Barking is an Ancient Parish and a market town in the county of Essex.
Other places in the parish include: Ripple, Chadwell, and Barking Town.
Alternative names: Berking
Parish registers begin:
- Parish registers: 1558
- Bishop’s Transcripts: 1639; 1800
Nonconformists include: Baptist, Church of Jesus Christ of Latter-day Saints, Independent/Congregational, Moravian/United Brethren, Particular Baptist, Plymouth Brethren, Society of Friends/Quaker, and Wesleyan Methodist.
The Imperial Gazetteer of England & Wales 1870
BARKING, or Berking, a town, a subdistrict, and a parish, in the district of Romford, Essex. The town stands on a rich flat tract, on the river Roding and on the Southend railway, 2 miles N of the Thames, and 7 E of Bishopsgate, London. Its name is a corruption of Burging, signifying the “fortification in the meadow;” and seems to allude to an ancient entrenchment, enclosing upwards of 48 acres, and still traceable. The town rose to importance in 670, by the founding at it of an extensive abbey for Benedictine nuns; and it was the residence of William the Conqueror during the erection of the tower of London, and the place where the Earls of Mercia and Northumberland, and many other nobles, swore fealty to him on the restoration of their estates. The abbey was founded by Erkenwald, Bishop of London; destroyed, in 870, by the Danes; rebuilt by King Edgar; governed, after his death, by his queen, and at other times by a long series of royal or noble ladies; served, throughout all its duration, as a prime seminary of the gentry of England; and passed, at the dissolution, to Edward, Lord Clinton. Nothing now remains of it except a gateway at the entrance to the present church yard, a square embattled structure, with an octagonal turret at one corner; whose upper part is a room, formerly called the Chapel of the Holy Rood, having large windows in perpendicular English. The parish church stands near the site of the abbey church; and possesses two Norman pillars in the N aisle, some lancet lights in the chancel, a curious niche at the NW of the nave, and some brasses and sculptured mural monuments; but is chiefly a structure of late and poor style, very tastelessly restored. The market house or town hall is a timbered edifice of the time of Queen Elizabeth. The town has a station on the railway, a post office under London E, two hotels, three dissenting chapels, a Roman Catholic chapel, an endowed school with £20 a year, alms-houses with £185, and other charities with £125. A weekly market is held on Saturday; and an annual fair on 22 Oct. The inhabitants are chiefly market-gardeners, graziers, fishermen, or seamen; and the last are employed largely in bringing coal and timber to London. The creek of the Roding bears the name of Barking creek has a convenient wharf and a magazine, and is a coastguard station. Pop. of the town in 1841, 3,751; in 1861, 5,076. Houses, 1,059.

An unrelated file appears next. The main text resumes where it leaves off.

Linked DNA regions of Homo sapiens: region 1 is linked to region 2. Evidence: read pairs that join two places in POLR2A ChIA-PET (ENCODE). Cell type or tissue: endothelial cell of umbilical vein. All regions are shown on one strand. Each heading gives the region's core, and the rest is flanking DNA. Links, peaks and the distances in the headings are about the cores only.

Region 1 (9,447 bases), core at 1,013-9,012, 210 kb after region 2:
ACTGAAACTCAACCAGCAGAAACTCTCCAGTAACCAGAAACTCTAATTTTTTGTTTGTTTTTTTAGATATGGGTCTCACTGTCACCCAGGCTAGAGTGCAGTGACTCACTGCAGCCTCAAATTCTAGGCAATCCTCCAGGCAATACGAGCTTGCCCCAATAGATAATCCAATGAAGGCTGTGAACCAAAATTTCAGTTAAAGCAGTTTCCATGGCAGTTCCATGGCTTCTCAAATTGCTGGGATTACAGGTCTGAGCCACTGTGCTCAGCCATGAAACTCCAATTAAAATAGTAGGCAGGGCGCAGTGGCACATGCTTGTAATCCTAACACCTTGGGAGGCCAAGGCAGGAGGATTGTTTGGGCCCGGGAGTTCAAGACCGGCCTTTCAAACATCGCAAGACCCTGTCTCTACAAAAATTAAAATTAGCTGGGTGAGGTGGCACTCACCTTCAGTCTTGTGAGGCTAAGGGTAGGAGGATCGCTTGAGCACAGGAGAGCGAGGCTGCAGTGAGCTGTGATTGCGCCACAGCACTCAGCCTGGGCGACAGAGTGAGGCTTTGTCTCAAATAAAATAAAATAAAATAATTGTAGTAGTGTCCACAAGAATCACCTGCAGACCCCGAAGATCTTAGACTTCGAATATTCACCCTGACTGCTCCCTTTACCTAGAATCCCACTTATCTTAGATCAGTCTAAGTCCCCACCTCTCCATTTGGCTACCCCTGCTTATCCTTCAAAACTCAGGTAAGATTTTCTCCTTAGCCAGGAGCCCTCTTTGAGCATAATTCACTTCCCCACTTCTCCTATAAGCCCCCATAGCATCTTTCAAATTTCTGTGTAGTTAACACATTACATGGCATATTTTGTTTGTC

The subdistrict includes also Ripple ward. Pop., 5,591. Houses, 1,162. The parish includes likewise Chadwell and Great Ilford wards. Acres, 12,741; of which 225 are water. Real property, £54,590. Pop., 10,996. Houses, 2,246. Most of the tract between the railway and the Thames is a fertile meadowy flat, called Barking level, disposed in grazing ground for black cattle, and protected from high tides in the Thames by an immense embankment. This work, as originally constructed, gave way in 1707, with the effect of about 5,000 acres being inundated; but it was repaired and strengthened at a cost of about £40,000. The contiguous reach of the Thames bears the name of Barking reach; is 1½ mile long; and has, in the middle, a dangerous shoal of 5 furlongs, called Barking shelf, on which the Gram pus of 54 guns was wrecked in 1799. The great outfall of the new drainage of London is at Barking creek. This work comprises three gigantic parallel sewers; is 5¼ miles long; crosses streams, roads, and railways, by means of bridges and tunnels; possesses more stupendous features than those of most railways; was undertaken at an estimate of £625,000, and employed, in 1861, ten steam engines and locomotives, and about 1,500 workmen. East bury House, about a mile ESE of the town, is an old brick building, said by some to have been the residence of Lord Monteagle, and alleged by tradition to have been the place where the Gunpowder plot was concocted. The living is a vicarage in the diocese of London. Value, £767. Patron, All Souls’ college, Oxford.
Source: The Imperial Gazetteer of England & Wales [Wilson, John M]. A. Fullarton & Co. N. d. c. [1870-72].
Leonard’s Gazetteer of England and Wales 1850
Barking, 7 m. E.N.E. London. Mkt. Sat. P. 8718
Source: Leonard’s Gazetteer of England and Wales; Second Edition; C. W. Leonard, London; 1850.
Below is a list of people that were declared bankrupt between 1820 and 1843 extracted from The Bankrupt Directory; George Elwick; London; Simpkin, Marshall and Co.; 1843.
Chalk John Gouge, Barking, Essex, butcher and smack owner, Sept. 18, 1829.
Chalk Thomas Henry, Barking, Essex, corn and coal dealer, April 19, 1831.
Cloverdale Philip John, Barking, Essex, surgeon, Jan. 24, 1832.
Hobbs Francis, Barking, Essex, corn and coal dealer, Jan. 28, 1826.
Knowles Edward, Barking, Essex, grocer, March 18, 1834.
Thredder Henry Vere, jun., Barking, Essex, smack owner, March 16, 1830.
Tyler Thomas, jun., Barking, Essex, fisherman, Feb. 19. 1828.
- County: Essex
- Civil Registration District: Romford
- Probate Court: Court of the Archdeaconry of Essex
- Diocese: Pre-1846 – London, Post-1845 – Rochester
- Rural Deanery: Barking
- Poor Law Union: Romford
- Hundred: Becontree
- Province: Canterbury